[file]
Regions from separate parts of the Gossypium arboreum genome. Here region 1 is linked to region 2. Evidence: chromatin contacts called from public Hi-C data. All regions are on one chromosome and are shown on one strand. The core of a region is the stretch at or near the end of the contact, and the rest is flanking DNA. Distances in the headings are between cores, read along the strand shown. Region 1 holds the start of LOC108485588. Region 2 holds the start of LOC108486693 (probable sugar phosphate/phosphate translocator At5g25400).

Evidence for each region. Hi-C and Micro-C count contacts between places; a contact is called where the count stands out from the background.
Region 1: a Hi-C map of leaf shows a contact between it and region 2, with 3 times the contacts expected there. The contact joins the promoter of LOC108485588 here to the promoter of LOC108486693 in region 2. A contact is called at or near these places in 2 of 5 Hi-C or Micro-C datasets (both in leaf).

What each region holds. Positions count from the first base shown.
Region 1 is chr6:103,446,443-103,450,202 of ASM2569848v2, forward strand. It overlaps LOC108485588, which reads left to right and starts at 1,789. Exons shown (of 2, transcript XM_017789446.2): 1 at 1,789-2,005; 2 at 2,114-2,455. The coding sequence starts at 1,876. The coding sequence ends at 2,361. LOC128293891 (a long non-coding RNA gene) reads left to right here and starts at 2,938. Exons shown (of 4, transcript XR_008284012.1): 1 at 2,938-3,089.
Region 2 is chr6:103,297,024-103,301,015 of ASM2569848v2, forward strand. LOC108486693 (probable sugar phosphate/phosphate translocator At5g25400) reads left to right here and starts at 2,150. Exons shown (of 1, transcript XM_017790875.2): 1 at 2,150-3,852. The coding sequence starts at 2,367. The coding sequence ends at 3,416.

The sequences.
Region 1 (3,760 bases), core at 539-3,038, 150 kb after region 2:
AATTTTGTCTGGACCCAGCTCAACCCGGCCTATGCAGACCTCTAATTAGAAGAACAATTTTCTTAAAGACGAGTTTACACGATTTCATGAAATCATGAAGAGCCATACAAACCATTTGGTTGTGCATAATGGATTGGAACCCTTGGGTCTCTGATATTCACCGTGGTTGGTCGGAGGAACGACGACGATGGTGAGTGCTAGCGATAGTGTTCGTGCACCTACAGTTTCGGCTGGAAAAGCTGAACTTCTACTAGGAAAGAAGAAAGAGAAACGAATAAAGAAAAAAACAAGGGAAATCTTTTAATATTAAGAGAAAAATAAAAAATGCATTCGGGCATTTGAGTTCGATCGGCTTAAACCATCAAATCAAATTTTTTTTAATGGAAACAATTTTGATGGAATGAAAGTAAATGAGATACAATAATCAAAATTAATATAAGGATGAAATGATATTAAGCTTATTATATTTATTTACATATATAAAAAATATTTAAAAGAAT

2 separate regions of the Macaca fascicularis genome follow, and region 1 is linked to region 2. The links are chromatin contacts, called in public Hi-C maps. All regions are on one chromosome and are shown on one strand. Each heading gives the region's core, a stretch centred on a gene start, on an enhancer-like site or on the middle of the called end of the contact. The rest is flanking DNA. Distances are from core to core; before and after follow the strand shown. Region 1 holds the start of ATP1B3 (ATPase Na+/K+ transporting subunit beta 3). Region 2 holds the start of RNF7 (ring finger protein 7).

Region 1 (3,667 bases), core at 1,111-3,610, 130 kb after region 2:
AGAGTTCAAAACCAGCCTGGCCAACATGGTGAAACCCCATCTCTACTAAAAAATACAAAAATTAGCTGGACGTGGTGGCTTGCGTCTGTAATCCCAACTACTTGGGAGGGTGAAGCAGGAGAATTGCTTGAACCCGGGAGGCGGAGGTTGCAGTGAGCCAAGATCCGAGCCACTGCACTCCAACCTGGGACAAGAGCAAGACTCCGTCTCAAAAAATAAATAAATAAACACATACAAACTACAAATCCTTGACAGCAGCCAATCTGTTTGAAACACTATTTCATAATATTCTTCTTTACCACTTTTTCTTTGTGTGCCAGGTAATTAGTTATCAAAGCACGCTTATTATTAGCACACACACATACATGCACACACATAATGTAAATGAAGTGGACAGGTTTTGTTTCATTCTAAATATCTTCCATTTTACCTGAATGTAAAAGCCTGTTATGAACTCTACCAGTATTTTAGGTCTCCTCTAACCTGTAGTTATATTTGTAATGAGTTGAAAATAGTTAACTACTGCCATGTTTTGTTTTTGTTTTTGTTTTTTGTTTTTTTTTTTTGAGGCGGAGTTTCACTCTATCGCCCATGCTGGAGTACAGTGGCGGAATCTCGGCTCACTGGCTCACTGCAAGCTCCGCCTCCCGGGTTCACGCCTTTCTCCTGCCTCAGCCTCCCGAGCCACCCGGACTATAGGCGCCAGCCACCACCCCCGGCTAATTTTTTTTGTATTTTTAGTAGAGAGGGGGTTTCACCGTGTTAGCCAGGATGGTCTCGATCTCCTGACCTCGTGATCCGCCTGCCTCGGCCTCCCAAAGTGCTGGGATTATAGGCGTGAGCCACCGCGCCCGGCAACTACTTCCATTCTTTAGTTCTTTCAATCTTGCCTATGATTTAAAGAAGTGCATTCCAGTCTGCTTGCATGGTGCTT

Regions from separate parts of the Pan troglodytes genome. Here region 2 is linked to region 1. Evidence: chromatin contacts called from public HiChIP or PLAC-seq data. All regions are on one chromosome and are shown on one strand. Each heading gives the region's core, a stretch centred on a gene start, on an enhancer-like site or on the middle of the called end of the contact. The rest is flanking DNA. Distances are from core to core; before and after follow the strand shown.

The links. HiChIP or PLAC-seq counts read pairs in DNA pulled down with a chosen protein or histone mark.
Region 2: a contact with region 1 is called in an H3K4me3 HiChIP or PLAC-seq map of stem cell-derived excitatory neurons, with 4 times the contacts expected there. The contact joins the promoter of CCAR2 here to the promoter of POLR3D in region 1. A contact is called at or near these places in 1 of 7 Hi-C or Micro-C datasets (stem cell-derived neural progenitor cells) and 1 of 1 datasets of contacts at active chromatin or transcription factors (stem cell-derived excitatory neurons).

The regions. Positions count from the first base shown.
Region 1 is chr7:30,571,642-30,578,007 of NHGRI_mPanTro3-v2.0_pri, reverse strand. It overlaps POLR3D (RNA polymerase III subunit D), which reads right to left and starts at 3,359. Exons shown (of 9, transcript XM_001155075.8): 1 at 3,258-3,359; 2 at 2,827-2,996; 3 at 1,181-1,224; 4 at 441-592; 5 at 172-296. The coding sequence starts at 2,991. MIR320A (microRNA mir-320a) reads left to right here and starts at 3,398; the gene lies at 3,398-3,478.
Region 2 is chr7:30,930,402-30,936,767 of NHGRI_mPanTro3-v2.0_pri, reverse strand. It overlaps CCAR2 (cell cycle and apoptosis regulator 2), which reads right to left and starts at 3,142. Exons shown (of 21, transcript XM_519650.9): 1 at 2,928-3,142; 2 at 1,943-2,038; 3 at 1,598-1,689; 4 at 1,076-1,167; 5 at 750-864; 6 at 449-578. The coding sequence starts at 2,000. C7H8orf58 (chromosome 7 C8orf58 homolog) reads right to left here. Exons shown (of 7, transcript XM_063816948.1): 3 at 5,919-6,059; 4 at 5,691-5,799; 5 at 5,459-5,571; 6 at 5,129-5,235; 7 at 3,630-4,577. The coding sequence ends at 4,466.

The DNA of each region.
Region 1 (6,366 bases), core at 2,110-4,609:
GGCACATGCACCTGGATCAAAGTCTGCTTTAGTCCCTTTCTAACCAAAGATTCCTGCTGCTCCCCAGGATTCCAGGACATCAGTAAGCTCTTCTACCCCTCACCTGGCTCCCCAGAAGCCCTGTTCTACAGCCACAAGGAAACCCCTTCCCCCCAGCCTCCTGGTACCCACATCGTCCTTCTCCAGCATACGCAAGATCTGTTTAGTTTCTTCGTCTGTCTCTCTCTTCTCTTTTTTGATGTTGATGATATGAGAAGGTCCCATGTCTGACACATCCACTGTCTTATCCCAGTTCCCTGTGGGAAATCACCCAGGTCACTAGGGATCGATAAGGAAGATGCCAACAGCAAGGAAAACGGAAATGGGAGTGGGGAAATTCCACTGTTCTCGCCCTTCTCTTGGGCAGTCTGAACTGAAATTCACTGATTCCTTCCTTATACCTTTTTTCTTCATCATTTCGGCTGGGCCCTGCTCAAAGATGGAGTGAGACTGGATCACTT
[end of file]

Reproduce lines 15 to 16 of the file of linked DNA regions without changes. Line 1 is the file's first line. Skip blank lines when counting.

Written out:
Region 2: a contact with region 1 is called in an H3K4me3 HiChIP or PLAC-seq map of stem cell-derived excitatory neurons, with 4 times the contacts expected there. The contact joins the promoter of CCAR2 here to the promoter of POLR3D in region 1. A contact is called at or near these places in 1 of 7 Hi-C or Micro-C datasets (stem cell-derived neural progenitor cells) and 1 of 1 datasets of contacts at active chromatin or transcription factors (stem cell-derived excitatory neurons).

The regions. Positions count from the first base shown.